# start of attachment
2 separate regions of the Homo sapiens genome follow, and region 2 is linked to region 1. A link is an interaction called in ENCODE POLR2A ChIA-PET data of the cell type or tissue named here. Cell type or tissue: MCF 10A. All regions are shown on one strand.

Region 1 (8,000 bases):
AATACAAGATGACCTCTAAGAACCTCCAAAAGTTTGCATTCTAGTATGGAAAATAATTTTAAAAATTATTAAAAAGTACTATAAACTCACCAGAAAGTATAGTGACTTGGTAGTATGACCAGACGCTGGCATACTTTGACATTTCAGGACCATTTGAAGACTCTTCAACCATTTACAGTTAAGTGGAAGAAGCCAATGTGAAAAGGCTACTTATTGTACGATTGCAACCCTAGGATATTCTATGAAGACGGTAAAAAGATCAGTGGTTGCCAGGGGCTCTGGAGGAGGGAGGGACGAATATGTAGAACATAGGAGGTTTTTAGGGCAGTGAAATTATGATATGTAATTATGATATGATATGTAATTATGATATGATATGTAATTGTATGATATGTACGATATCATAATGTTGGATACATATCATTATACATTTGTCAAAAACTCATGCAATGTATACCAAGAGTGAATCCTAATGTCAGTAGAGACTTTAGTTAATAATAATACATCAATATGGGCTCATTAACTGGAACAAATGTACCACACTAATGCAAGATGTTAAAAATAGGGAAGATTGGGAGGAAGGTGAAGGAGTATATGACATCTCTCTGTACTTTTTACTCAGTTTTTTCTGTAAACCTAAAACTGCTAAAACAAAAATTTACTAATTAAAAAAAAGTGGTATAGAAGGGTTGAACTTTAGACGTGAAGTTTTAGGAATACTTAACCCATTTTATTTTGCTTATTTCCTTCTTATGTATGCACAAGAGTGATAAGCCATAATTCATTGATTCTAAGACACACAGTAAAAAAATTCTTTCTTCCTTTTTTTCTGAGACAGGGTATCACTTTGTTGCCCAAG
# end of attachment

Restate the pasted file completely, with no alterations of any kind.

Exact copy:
2 separate regions of the Homo sapiens genome follow, and region 2 is linked to region 1. A link is an interaction called in ENCODE POLR2A ChIA-PET data of the cell type or tissue named here. Cell type or tissue: MCF 10A. All regions are shown on one strand.

Region 1 (8,000 bases):
AATACAAGATGACCTCTAAGAACCTCCAAAAGTTTGCATTCTAGTATGGAAAATAATTTTAAAAATTATTAAAAAGTACTATAAACTCACCAGAAAGTATAGTGACTTGGTAGTATGACCAGACGCTGGCATACTTTGACATTTCAGGACCATTTGAAGACTCTTCAACCATTTACAGTTAAGTGGAAGAAGCCAATGTGAAAAGGCTACTTATTGTACGATTGCAACCCTAGGATATTCTATGAAGACGGTAAAAAGATCAGTGGTTGCCAGGGGCTCTGGAGGAGGGAGGGACGAATATGTAGAACATAGGAGGTTTTTAGGGCAGTGAAATTATGATATGTAATTATGATATGATATGTAATTATGATATGATATGTAATTGTATGATATGTACGATATCATAATGTTGGATACATATCATTATACATTTGTCAAAAACTCATGCAATGTATACCAAGAGTGAATCCTAATGTCAGTAGAGACTTTAGTTAATAATAATACATCAATATGGGCTCATTAACTGGAACAAATGTACCACACTAATGCAAGATGTTAAAAATAGGGAAGATTGGGAGGAAGGTGAAGGAGTATATGACATCTCTCTGTACTTTTTACTCAGTTTTTTCTGTAAACCTAAAACTGCTAAAACAAAAATTTACTAATTAAAAAAAAGTGGTATAGAAGGGTTGAACTTTAGACGTGAAGTTTTAGGAATACTTAACCCATTTTATTTTGCTTATTTCCTTCTTATGTATGCACAAGAGTGATAAGCCATAATTCATTGATTCTAAGACACACAGTAAAAAAATTCTTTCTTCCTTTTTTTCTGAGACAGGGTATCACTTTGTTGCCCAAG